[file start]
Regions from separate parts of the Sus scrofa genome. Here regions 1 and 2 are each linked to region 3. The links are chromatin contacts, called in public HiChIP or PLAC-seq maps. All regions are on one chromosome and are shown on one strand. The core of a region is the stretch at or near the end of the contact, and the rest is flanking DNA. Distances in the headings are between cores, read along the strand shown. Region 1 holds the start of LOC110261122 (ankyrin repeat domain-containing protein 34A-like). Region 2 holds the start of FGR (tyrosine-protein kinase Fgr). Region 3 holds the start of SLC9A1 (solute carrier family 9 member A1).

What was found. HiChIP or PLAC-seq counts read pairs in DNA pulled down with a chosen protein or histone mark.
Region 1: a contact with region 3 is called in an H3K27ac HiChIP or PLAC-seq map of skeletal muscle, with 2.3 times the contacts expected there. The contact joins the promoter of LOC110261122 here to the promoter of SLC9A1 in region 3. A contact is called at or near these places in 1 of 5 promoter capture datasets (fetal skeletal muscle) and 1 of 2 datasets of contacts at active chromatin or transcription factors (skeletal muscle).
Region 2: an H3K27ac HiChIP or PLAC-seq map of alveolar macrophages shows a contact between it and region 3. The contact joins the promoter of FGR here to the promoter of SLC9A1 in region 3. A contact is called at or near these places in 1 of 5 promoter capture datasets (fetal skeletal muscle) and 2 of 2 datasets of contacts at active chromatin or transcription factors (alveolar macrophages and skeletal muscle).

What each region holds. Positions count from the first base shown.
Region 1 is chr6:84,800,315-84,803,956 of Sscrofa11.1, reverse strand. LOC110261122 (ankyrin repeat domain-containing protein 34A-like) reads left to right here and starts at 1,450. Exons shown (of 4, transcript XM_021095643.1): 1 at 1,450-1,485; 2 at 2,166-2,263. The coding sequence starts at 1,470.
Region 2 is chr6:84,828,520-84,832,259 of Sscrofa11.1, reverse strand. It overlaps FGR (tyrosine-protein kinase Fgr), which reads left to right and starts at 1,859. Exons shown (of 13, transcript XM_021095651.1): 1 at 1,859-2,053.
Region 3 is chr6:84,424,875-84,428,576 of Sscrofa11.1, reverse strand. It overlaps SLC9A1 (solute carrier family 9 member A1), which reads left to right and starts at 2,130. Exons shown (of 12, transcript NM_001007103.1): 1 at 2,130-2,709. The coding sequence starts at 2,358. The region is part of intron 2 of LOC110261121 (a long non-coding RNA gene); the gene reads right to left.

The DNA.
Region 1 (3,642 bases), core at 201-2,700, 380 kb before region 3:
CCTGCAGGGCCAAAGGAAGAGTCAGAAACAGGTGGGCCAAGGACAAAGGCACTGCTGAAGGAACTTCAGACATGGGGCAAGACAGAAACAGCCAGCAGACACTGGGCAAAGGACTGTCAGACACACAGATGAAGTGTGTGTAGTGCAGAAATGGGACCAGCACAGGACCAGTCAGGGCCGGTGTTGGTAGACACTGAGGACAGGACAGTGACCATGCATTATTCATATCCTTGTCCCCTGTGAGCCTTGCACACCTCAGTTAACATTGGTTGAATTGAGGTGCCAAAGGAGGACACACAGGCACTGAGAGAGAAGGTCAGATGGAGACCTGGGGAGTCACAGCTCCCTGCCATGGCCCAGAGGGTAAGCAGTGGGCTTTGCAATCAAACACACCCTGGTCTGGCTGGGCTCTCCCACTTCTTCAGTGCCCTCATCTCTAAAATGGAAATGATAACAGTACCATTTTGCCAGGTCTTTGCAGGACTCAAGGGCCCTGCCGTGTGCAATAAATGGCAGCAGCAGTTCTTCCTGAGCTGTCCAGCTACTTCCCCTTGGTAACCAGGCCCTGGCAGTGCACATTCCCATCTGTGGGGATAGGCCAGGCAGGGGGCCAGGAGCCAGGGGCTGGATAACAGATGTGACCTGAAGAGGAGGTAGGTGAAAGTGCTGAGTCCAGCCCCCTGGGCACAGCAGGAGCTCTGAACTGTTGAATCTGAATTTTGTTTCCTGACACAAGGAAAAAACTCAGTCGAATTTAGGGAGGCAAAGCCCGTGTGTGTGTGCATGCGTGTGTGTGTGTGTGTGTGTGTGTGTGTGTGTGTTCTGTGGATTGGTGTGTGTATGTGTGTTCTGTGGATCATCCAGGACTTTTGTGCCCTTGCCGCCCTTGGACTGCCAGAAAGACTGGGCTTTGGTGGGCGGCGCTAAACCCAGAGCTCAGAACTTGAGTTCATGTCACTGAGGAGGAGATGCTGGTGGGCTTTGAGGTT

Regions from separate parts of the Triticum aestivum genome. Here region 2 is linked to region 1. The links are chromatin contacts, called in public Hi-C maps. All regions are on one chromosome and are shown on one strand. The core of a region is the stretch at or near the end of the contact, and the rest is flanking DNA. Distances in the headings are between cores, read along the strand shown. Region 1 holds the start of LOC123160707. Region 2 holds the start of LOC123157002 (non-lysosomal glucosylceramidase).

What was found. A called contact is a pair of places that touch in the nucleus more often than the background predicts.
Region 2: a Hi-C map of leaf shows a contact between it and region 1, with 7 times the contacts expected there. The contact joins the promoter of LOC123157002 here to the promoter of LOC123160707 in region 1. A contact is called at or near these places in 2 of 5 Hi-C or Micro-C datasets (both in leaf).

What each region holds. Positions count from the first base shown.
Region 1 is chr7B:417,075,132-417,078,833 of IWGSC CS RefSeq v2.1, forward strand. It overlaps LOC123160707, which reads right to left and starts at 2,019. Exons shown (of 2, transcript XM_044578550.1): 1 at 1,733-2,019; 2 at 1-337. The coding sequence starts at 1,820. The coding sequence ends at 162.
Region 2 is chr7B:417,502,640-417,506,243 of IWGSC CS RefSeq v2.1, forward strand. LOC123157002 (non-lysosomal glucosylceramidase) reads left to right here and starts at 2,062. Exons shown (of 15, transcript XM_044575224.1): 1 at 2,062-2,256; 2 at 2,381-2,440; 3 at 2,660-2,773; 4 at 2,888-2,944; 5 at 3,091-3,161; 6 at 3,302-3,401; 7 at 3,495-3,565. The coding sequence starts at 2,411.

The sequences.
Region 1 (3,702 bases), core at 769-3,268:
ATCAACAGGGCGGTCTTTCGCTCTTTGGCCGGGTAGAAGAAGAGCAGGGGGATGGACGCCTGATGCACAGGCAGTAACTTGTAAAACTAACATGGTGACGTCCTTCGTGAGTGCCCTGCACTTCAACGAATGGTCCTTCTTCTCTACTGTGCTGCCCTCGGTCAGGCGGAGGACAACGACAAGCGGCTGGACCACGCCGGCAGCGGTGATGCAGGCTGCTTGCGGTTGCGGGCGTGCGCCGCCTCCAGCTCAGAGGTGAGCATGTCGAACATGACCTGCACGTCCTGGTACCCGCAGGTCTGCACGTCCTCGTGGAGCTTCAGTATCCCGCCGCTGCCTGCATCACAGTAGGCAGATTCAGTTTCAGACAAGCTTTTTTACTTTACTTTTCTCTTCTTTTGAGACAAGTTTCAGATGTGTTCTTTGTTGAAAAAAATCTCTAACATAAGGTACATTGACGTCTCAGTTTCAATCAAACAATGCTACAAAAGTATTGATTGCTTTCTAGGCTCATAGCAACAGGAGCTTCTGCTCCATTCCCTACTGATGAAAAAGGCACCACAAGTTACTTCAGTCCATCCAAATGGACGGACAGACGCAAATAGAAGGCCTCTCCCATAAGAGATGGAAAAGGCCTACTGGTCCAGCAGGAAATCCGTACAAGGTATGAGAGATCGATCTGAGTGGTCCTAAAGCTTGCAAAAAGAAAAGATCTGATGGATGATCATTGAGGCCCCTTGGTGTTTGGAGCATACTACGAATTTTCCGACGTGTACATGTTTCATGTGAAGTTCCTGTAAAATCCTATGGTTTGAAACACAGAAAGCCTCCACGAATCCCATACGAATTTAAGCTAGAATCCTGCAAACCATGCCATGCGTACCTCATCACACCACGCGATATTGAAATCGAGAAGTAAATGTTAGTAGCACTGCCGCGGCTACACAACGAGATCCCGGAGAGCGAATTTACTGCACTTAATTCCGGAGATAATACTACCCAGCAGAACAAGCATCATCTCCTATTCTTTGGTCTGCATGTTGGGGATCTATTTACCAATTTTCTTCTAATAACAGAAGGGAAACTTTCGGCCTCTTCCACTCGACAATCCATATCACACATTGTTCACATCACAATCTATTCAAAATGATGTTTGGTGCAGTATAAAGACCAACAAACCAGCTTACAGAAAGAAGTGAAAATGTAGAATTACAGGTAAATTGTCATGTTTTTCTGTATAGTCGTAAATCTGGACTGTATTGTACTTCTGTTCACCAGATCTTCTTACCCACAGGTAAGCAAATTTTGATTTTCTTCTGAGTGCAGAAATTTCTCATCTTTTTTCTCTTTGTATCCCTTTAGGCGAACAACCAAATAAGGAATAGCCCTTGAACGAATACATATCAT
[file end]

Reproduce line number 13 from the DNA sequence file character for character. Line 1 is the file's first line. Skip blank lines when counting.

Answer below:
What was found. A called contact is a pair of places that touch in the nucleus more often than the background predicts.